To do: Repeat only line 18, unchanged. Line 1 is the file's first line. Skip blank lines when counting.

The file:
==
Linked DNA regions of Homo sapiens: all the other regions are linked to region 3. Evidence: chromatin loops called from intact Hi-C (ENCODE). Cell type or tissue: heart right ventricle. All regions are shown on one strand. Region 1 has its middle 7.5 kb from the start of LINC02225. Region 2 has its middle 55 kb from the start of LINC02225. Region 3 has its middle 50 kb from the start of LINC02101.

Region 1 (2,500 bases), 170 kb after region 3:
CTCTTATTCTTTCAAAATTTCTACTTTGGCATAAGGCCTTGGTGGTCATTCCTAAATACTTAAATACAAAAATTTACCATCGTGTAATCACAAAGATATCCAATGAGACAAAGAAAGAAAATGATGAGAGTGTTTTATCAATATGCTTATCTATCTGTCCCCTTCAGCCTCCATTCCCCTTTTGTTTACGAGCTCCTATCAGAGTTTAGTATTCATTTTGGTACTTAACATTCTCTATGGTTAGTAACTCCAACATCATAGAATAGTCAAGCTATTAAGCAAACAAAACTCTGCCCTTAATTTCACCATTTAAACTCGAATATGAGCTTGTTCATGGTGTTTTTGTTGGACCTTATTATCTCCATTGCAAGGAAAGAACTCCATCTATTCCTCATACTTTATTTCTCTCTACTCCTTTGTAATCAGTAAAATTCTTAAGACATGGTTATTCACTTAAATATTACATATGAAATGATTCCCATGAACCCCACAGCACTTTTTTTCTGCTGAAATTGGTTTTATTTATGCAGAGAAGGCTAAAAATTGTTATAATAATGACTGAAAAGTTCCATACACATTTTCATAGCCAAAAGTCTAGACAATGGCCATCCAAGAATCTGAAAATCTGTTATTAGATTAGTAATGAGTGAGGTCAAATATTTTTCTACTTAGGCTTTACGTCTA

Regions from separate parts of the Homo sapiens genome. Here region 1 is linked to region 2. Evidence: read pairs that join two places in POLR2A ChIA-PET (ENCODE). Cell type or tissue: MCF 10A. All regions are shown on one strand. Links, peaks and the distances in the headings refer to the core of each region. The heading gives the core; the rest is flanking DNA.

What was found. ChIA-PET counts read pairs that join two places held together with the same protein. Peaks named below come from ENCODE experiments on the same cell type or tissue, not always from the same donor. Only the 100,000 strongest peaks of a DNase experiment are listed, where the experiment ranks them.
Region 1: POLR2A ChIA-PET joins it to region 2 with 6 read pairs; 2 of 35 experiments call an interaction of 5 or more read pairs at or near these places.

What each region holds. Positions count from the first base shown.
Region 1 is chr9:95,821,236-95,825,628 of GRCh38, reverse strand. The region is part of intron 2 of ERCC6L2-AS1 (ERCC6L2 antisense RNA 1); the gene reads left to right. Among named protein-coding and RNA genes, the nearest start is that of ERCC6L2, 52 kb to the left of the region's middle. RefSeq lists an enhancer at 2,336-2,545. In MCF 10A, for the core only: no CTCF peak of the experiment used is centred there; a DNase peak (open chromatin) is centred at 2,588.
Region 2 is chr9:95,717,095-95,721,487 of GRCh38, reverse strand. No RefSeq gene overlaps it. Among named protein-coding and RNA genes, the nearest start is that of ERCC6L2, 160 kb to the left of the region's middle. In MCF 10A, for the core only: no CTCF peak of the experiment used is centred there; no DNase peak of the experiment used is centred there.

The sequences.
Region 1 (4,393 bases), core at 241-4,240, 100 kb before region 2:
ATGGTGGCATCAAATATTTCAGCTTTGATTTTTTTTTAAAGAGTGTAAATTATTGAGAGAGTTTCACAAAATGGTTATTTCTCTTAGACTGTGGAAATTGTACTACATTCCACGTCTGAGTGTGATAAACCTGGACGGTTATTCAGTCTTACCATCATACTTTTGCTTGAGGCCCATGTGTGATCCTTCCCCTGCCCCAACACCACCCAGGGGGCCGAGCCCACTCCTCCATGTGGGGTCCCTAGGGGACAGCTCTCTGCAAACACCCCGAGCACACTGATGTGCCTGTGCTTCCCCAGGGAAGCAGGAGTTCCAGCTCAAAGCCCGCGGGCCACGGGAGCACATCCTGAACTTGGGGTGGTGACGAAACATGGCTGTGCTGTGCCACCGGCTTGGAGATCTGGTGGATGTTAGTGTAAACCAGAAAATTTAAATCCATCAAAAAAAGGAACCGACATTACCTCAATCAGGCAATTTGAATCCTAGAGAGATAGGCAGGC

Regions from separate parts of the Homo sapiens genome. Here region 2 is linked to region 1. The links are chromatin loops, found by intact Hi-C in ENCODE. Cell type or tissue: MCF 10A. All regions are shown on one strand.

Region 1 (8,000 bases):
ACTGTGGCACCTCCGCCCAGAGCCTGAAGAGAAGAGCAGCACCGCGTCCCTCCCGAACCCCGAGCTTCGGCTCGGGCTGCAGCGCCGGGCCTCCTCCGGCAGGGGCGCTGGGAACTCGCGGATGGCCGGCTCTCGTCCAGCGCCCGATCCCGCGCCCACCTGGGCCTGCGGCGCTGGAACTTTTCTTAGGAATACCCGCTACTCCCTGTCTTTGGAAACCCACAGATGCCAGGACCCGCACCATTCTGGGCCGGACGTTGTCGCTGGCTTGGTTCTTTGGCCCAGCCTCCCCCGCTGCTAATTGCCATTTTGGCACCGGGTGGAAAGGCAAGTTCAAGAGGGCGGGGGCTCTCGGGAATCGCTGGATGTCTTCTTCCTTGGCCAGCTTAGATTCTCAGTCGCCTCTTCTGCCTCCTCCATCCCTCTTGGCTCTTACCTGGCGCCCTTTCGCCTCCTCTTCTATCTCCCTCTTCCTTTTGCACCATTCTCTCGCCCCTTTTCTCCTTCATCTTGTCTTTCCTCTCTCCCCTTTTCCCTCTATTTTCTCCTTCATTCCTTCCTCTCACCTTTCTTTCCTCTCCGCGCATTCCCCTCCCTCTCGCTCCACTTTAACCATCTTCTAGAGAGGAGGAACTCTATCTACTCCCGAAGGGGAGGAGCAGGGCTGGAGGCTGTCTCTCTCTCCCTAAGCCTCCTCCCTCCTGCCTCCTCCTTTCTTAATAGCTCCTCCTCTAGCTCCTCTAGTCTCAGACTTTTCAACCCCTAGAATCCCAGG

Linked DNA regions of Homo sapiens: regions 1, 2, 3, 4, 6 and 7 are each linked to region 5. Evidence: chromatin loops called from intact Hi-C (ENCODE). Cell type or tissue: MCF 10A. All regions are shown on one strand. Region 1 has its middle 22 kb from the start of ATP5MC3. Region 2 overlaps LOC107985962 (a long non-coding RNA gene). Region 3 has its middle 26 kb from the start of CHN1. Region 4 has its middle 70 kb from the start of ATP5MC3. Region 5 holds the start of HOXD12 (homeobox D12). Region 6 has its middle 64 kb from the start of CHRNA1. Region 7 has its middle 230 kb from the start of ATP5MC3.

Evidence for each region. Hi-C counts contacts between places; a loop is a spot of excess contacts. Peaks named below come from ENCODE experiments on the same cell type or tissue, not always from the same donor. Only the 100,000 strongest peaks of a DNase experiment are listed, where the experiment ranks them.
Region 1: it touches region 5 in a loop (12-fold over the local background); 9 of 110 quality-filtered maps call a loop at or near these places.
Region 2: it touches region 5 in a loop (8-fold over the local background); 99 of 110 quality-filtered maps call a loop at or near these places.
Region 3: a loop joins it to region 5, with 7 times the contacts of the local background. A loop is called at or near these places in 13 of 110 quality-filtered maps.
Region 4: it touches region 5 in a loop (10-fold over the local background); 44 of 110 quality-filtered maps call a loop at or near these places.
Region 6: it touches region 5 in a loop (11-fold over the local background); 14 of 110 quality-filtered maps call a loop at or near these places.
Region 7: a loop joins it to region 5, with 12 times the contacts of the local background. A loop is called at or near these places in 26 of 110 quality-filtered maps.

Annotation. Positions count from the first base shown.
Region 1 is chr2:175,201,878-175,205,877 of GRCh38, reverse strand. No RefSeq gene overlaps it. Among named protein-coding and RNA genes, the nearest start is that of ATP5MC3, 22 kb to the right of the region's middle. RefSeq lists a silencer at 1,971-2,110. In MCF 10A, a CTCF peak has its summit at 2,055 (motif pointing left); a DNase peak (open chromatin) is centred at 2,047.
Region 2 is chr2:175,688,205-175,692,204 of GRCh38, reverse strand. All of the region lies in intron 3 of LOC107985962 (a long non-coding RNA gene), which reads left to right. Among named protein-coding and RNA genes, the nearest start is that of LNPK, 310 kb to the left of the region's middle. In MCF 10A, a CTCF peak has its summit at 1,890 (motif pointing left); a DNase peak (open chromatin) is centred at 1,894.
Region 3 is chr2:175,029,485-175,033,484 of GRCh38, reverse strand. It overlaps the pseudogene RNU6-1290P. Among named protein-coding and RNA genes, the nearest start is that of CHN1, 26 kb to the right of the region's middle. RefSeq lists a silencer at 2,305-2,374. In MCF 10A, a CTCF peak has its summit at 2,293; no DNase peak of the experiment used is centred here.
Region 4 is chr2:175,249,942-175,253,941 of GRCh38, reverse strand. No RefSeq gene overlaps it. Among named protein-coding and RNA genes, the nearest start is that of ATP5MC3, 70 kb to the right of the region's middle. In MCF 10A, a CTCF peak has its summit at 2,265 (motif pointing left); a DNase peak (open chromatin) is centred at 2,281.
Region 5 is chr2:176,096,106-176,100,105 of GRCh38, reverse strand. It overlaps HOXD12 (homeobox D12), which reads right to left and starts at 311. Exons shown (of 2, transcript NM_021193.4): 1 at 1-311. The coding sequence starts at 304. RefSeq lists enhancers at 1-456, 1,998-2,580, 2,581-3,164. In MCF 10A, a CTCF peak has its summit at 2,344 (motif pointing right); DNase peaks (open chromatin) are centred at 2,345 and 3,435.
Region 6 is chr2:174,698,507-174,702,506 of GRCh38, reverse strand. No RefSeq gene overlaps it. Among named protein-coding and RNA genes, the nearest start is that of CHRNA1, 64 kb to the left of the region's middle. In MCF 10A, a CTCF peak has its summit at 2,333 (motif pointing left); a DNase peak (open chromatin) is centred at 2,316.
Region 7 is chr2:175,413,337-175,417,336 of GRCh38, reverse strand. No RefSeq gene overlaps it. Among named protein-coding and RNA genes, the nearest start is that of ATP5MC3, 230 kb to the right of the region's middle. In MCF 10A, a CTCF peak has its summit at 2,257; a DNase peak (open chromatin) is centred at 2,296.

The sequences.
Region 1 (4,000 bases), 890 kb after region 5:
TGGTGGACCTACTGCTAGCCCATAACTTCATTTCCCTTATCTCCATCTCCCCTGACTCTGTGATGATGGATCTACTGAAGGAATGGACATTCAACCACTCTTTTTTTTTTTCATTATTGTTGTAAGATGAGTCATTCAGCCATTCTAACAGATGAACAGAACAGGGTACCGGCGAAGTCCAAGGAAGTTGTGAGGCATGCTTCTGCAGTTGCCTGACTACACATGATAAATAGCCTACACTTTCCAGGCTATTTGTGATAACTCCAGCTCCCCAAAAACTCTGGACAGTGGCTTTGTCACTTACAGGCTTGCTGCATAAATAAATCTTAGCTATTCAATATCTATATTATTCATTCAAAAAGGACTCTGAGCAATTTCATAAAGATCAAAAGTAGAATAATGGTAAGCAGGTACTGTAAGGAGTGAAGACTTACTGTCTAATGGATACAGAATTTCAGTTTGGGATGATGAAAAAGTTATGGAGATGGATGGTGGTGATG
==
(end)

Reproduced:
Region 1: it touches region 5 in a loop (12-fold over the local background); 9 of 110 quality-filtered maps call a loop at or near these places.